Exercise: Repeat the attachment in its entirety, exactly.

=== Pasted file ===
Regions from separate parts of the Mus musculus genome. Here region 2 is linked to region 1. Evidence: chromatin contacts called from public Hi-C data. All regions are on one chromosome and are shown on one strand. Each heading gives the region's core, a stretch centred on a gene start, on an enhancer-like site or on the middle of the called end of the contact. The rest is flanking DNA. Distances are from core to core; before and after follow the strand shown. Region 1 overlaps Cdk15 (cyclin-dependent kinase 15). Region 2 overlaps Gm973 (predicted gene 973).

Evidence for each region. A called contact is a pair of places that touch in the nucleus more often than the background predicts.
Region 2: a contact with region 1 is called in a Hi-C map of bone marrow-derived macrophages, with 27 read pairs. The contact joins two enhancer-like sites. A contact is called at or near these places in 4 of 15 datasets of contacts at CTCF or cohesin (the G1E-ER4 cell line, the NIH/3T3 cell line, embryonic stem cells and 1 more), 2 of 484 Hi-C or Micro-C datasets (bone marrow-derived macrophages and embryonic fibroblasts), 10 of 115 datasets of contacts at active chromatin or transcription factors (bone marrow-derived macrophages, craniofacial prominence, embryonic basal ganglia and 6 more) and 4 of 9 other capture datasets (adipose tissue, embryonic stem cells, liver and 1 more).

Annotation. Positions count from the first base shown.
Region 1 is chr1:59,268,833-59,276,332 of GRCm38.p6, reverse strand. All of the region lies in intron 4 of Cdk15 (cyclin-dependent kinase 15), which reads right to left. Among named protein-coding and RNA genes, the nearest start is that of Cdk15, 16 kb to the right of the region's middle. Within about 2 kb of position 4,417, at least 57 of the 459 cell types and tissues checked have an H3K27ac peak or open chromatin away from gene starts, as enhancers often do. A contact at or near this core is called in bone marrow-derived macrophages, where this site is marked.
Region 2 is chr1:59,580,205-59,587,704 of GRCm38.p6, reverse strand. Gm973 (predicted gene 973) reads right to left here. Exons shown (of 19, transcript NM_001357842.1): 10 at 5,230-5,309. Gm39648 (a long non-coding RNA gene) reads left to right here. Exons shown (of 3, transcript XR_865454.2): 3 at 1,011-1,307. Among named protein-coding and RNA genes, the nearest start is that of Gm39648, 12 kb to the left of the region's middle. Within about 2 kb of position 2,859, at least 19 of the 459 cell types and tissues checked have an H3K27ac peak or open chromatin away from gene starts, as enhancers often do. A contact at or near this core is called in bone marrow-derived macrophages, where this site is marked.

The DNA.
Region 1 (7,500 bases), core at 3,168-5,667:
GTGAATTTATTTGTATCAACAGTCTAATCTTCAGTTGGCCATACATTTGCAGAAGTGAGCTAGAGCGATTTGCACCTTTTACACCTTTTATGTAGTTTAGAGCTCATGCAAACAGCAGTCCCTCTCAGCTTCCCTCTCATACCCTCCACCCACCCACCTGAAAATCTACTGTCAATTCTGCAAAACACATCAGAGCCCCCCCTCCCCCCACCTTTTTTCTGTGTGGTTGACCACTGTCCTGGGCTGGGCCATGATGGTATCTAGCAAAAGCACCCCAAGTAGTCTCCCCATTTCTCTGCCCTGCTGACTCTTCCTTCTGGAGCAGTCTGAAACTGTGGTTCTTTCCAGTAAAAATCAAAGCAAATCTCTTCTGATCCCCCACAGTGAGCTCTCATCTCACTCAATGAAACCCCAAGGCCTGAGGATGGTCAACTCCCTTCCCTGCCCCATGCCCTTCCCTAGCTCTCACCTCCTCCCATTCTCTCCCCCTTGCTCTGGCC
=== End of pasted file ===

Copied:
Regions from separate parts of the Mus musculus genome. Here region 2 is linked to region 1. Evidence: chromatin contacts called from public Hi-C data. All regions are on one chromosome and are shown on one strand. Each heading gives the region's core, a stretch centred on a gene start, on an enhancer-like site or on the middle of the called end of the contact. The rest is flanking DNA. Distances are from core to core; before and after follow the strand shown. Region 1 overlaps Cdk15 (cyclin-dependent kinase 15). Region 2 overlaps Gm973 (predicted gene 973).

Evidence for each region. A called contact is a pair of places that touch in the nucleus more often than the background predicts.
Region 2: a contact with region 1 is called in a Hi-C map of bone marrow-derived macrophages, with 27 read pairs. The contact joins two enhancer-like sites. A contact is called at or near these places in 4 of 15 datasets of contacts at CTCF or cohesin (the G1E-ER4 cell line, the NIH/3T3 cell line, embryonic stem cells and 1 more), 2 of 484 Hi-C or Micro-C datasets (bone marrow-derived macrophages and embryonic fibroblasts), 10 of 115 datasets of contacts at active chromatin or transcription factors (bone marrow-derived macrophages, craniofacial prominence, embryonic basal ganglia and 6 more) and 4 of 9 other capture datasets (adipose tissue, embryonic stem cells, liver and 1 more).

Annotation. Positions count from the first base shown.
Region 1 is chr1:59,268,833-59,276,332 of GRCm38.p6, reverse strand. All of the region lies in intron 4 of Cdk15 (cyclin-dependent kinase 15), which reads right to left. Among named protein-coding and RNA genes, the nearest start is that of Cdk15, 16 kb to the right of the region's middle. Within about 2 kb of position 4,417, at least 57 of the 459 cell types and tissues checked have an H3K27ac peak or open chromatin away from gene starts, as enhancers often do. A contact at or near this core is called in bone marrow-derived macrophages, where this site is marked.
Region 2 is chr1:59,580,205-59,587,704 of GRCm38.p6, reverse strand. Gm973 (predicted gene 973) reads right to left here. Exons shown (of 19, transcript NM_001357842.1): 10 at 5,230-5,309. Gm39648 (a long non-coding RNA gene) reads left to right here. Exons shown (of 3, transcript XR_865454.2): 3 at 1,011-1,307. Among named protein-coding and RNA genes, the nearest start is that of Gm39648, 12 kb to the left of the region's middle. Within about 2 kb of position 2,859, at least 19 of the 459 cell types and tissues checked have an H3K27ac peak or open chromatin away from gene starts, as enhancers often do. A contact at or near this core is called in bone marrow-derived macrophages, where this site is marked.

The DNA.
Region 1 (7,500 bases), core at 3,168-5,667:
GTGAATTTATTTGTATCAACAGTCTAATCTTCAGTTGGCCATACATTTGCAGAAGTGAGCTAGAGCGATTTGCACCTTTTACACCTTTTATGTAGTTTAGAGCTCATGCAAACAGCAGTCCCTCTCAGCTTCCCTCTCATACCCTCCACCCACCCACCTGAAAATCTACTGTCAATTCTGCAAAACACATCAGAGCCCCCCCTCCCCCCACCTTTTTTCTGTGTGGTTGACCACTGTCCTGGGCTGGGCCATGATGGTATCTAGCAAAAGCACCCCAAGTAGTCTCCCCATTTCTCTGCCCTGCTGACTCTTCCTTCTGGAGCAGTCTGAAACTGTGGTTCTTTCCAGTAAAAATCAAAGCAAATCTCTTCTGATCCCCCACAGTGAGCTCTCATCTCACTCAATGAAACCCCAAGGCCTGAGGATGGTCAACTCCCTTCCCTGCCCCATGCCCTTCCCTAGCTCTCACCTCCTCCCATTCTCTCCCCCTTGCTCTGGCC